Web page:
I can't find any information on visa requirements for cruise passengers visiting Guatemala- and I have contacted the embassy for information (no response!). The cruise line hasn't been any help. I am an Indian National holding a valid US visa. Please, please help me!
  • edited 6:27AM
    Thanks for your answer, David. I'm kind of in a quandary now, with that answer, since it directly contradicts what I found here: http://answers.yahoo.com/question/index?qid=20110310161243AAMHHxz. I guess I better make an appointment with the Italian embassy here, come prepared with all the required docs, and then be happy if they tell me I don't need the visa.
  • edited 6:27AM
    Hi Mark, I've done some more research, and it seems you're right! As of now, since US citizens don't require a Schengen visa for any of the territories you'll be visiting, you won't require a multiple-entry permit, after all -- your US passport will suffice. But PLEASE do check with the Italian embassy, since these rules change all the time, and it's very difficult to keep on top of the changes. Apologies if I gave you a scare!
  • edited 6:27AM
    @Vivienne: Hi Vivienne, if you are holding a VALID US visa, and departing for your cruise from the USA, you WON'T NEED a Guatemalan visa for a stay of up to 90 days in the country. Do PLEASE double-check with the Guatemalan embassy, if you can, just in case these regulations have changed very recently; however, ordinarily, passengers holding a valid visa for the USA, Canada, or Schengen countries, DO NOT require a visa for Guatelama, for stays of up to 90 days in the country.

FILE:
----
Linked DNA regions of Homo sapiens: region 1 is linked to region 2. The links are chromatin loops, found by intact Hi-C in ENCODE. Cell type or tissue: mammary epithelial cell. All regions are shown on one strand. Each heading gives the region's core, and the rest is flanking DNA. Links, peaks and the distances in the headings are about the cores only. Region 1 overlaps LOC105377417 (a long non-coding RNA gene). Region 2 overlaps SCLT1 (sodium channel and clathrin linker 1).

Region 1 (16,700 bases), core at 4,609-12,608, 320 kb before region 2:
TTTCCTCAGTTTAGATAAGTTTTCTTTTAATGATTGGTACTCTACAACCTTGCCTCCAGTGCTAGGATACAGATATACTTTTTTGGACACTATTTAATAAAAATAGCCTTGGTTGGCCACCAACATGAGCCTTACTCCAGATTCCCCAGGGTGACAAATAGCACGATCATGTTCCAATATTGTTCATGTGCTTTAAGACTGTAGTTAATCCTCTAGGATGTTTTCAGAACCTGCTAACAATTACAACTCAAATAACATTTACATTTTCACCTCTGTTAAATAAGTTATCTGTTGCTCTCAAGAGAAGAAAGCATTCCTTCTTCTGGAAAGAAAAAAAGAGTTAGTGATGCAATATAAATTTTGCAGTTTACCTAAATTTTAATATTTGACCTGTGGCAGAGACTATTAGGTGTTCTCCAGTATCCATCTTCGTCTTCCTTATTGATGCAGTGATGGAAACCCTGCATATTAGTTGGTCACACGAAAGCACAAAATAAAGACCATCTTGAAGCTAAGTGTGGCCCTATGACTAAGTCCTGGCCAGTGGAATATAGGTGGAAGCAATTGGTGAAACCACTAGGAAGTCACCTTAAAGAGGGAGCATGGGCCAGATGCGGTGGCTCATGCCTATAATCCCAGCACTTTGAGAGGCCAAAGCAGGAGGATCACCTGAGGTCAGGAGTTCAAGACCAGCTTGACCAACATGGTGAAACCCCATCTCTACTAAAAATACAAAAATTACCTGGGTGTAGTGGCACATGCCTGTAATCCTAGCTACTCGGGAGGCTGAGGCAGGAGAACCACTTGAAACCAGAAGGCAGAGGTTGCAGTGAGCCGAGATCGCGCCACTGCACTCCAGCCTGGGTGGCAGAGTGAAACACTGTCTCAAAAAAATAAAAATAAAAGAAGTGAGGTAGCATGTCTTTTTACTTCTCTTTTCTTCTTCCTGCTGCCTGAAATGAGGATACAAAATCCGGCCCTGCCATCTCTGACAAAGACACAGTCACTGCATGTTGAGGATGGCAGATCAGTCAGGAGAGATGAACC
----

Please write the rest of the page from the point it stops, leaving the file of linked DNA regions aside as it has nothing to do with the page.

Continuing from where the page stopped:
• edited 6:27AM
    Hello .. I'm a Canadian & my friend holds a Costa Rican passport (but born in Equador). We are on an August cruise stopping into Tunisia for 6 hours .. will my friend need a visa & if so, will they just issue it onboard ship?
  • edited 6:27AM
    I am going on East Carribean cruise on Royal Carribean

    I hold an Indian Passport with valid multi entry USA and UK visas

    Do I need a Bahamian visa?
  • edited 6:27AM
    I am going to take a cruise with MSC.

    During this cruise we shall visit France,Spain,Italy and Tunisia.

    I have an Israeli Passport.

    Shall I have any problems with visas?

    Thank you in advance
  • edited 6:27AM
    We are travelling on South African passports and have valid US visas, we are considering two cruises & will probably base our decision on visa requirements. If our cruise stops in Canada for a day will we need a Canadian visa? If our cruise travels through the med with stops in Turkey & Greece will we get by on only a schengen visa?
  • edited 6:27AM
    Hi my name is david, i am first time travelling on cruise, i am holding indian passport and i am applying for schengen visa to italy. I wanted to know whether i will be allowed to stay inside the country and enjoy, sightseeing the country when the cruise stop. thanks give me the answer as soon as possible.
  • edited 6:27AM
    We are travelling with US passports on a Middle East cruise. The cruise line says we do not need visas but I'm a little concerned as the cruise line will take no liability and the ultimate burden is on us. We embark in Athens, with stops(in order) in Cyprus, Israel, Egypt (doing a non-cruise sponsored overnight excursion), Jordan, Oman, and disembarking in Dubai. Can I trust the cruise line on this? Any help is appreciated as my travel agent is relying on the cruise line's info only. Thank you.
  • edited 6:27AM
    Hello,
    I am of Egyptian passport and going on a cruise in Europe that will stop in Turkey twise, first time for 20 hours and second time for 48 hours. Do We need a visa to arrive to turkey and or visa is only needed to quit the cruise and visit turkey or no visa needed in any case as long as we are only docking for 48 hours ?

    Thanks in advance
  • edited 6:27AM